Caregiver posting for child with dup15q syndrome:
We are in need of someone available after school, evenings and weekends to take care of our teenage girl with autism. Available hours: Wednesdays 2:30-9, Saturdays, 6-9pm, Sundays 3-9pm (or parts of these hours). Minimum requirements: must be 18; have a car; pass a criminal background check; have a reliable work ethic; be compassionate and patient. No formal degree requirements. Tasks include: bathing/dressing, laundry, seizure safety and simple chores. Wish list: looking for people with strong ties to the area who will be around for a while. Mature and retired adults welcome. Reliability and timeliness is valued, as is patience and kindness. Reasonable health and fitness will be necessary. Availability during school breaks is very helpful, plenty of hours available during these times. Hours are currently 15 hours/week. More likely will be available in the future, for us as well as other families. Please send resume/references, and as much information about yourself as possible. Excellent position for education or nursing students.
References check/Interview questions:
Have you ever worked with a child with special needs?
Why are you interested in working with a special needs child?
What do you know about our child’s particular challenges?
Are you CPR certified or do you hold any other special training?
Would you be willing to travel with our family should we go on vacation etc.?
Are there any jobs or chores you are not willing to do?
Can you commit to working regular hours?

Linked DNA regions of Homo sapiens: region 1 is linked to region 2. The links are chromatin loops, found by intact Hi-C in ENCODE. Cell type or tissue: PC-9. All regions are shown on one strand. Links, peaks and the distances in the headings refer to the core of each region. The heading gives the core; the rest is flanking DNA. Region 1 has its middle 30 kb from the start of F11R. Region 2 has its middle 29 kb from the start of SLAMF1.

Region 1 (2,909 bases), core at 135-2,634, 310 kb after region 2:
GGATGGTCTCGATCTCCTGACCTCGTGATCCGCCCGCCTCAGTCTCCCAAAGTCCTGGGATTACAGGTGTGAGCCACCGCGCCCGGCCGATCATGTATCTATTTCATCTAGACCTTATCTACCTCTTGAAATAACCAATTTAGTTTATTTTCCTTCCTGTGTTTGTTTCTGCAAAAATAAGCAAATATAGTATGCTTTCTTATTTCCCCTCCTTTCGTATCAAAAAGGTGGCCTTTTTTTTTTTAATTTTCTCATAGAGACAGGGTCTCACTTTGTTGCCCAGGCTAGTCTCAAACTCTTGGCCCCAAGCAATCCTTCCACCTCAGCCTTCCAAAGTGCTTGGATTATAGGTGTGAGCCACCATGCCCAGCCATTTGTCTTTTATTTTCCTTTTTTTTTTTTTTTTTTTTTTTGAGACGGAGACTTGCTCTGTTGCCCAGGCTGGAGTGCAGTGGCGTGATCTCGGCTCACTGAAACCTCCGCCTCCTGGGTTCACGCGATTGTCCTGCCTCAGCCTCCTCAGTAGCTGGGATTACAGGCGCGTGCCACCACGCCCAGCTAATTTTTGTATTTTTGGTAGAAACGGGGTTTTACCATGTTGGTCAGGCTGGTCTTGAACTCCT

Are you comfortable knowing there are nanny cams in the house?
What is your expected wage?
What questions do you have for me?
Places to post:
- College websites
- Care. com
- mom’s/babysitter Facebook groups you may be a part of or have access to
- search “babysitters and your town name” on FB.
- Word of Mouth,
- Schools that have an ABA program, since students may be able to use caregiving time towards their hours
- Colleges with child development programs
- Local special needs program groups, employees may be looking for more hours
“You really don’t know the person until they have been working for you for a while.”
I think one thing to recommend would be searching for a caregiver early in your child’s life that will be one that may be around for a while, a neighbor/friend that is truly your “in case of emergency” person. Invite that person over often to create a relationship with your child even if it is not a caregiving situation but to give parents the peace of mind that they have someone, who knows and understands their child and household structure and needs, what do you think?
For long-term sitters, it may be helpful to have them watch your child while you are at home. This is an easy way to get to see how this caregiver works with our child while also completing household chores or working from home.